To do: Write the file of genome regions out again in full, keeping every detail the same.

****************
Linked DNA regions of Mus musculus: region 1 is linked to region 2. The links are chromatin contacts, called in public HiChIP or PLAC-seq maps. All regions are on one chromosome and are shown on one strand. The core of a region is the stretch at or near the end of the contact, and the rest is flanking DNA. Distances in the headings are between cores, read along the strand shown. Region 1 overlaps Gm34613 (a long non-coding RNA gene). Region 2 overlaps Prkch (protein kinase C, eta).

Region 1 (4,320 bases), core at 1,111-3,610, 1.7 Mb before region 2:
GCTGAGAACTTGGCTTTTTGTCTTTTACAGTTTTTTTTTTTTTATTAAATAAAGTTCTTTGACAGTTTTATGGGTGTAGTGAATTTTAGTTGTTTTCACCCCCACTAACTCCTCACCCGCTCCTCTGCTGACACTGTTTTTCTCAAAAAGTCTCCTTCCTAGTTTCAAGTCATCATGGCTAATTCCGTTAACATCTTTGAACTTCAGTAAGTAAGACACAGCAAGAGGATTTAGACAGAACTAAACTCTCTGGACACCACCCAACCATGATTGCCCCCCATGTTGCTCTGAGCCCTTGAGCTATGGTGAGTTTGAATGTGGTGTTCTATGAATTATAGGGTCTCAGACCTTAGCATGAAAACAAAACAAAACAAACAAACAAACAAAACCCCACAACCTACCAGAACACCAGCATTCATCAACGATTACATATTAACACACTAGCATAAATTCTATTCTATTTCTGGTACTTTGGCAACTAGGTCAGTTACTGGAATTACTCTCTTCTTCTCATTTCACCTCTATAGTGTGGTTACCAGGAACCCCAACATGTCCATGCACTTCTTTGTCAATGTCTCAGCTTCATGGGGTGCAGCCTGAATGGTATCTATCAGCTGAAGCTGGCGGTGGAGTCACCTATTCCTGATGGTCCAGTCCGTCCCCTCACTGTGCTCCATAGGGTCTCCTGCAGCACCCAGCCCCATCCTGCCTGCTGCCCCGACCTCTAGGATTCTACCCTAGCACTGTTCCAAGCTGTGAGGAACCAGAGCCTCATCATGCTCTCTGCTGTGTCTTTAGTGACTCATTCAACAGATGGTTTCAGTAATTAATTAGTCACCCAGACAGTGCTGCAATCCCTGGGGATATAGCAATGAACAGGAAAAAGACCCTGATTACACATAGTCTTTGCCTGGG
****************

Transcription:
Linked DNA regions of Mus musculus: region 1 is linked to region 2. The links are chromatin contacts, called in public HiChIP or PLAC-seq maps. All regions are on one chromosome and are shown on one strand. The core of a region is the stretch at or near the end of the contact, and the rest is flanking DNA. Distances in the headings are between cores, read along the strand shown. Region 1 overlaps Gm34613 (a long non-coding RNA gene). Region 2 overlaps Prkch (protein kinase C, eta).

Region 1 (4,320 bases), core at 1,111-3,610, 1.7 Mb before region 2:
GCTGAGAACTTGGCTTTTTGTCTTTTACAGTTTTTTTTTTTTTATTAAATAAAGTTCTTTGACAGTTTTATGGGTGTAGTGAATTTTAGTTGTTTTCACCCCCACTAACTCCTCACCCGCTCCTCTGCTGACACTGTTTTTCTCAAAAAGTCTCCTTCCTAGTTTCAAGTCATCATGGCTAATTCCGTTAACATCTTTGAACTTCAGTAAGTAAGACACAGCAAGAGGATTTAGACAGAACTAAACTCTCTGGACACCACCCAACCATGATTGCCCCCCATGTTGCTCTGAGCCCTTGAGCTATGGTGAGTTTGAATGTGGTGTTCTATGAATTATAGGGTCTCAGACCTTAGCATGAAAACAAAACAAAACAAACAAACAAACAAAACCCCACAACCTACCAGAACACCAGCATTCATCAACGATTACATATTAACACACTAGCATAAATTCTATTCTATTTCTGGTACTTTGGCAACTAGGTCAGTTACTGGAATTACTCTCTTCTTCTCATTTCACCTCTATAGTGTGGTTACCAGGAACCCCAACATGTCCATGCACTTCTTTGTCAATGTCTCAGCTTCATGGGGTGCAGCCTGAATGGTATCTATCAGCTGAAGCTGGCGGTGGAGTCACCTATTCCTGATGGTCCAGTCCGTCCCCTCACTGTGCTCCATAGGGTCTCCTGCAGCACCCAGCCCCATCCTGCCTGCTGCCCCGACCTCTAGGATTCTACCCTAGCACTGTTCCAAGCTGTGAGGAACCAGAGCCTCATCATGCTCTCTGCTGTGTCTTTAGTGACTCATTCAACAGATGGTTTCAGTAATTAATTAGTCACCCAGACAGTGCTGCAATCCCTGGGGATATAGCAATGAACAGGAAAAAGACCCTGATTACACATAGTCTTTGCCTGGG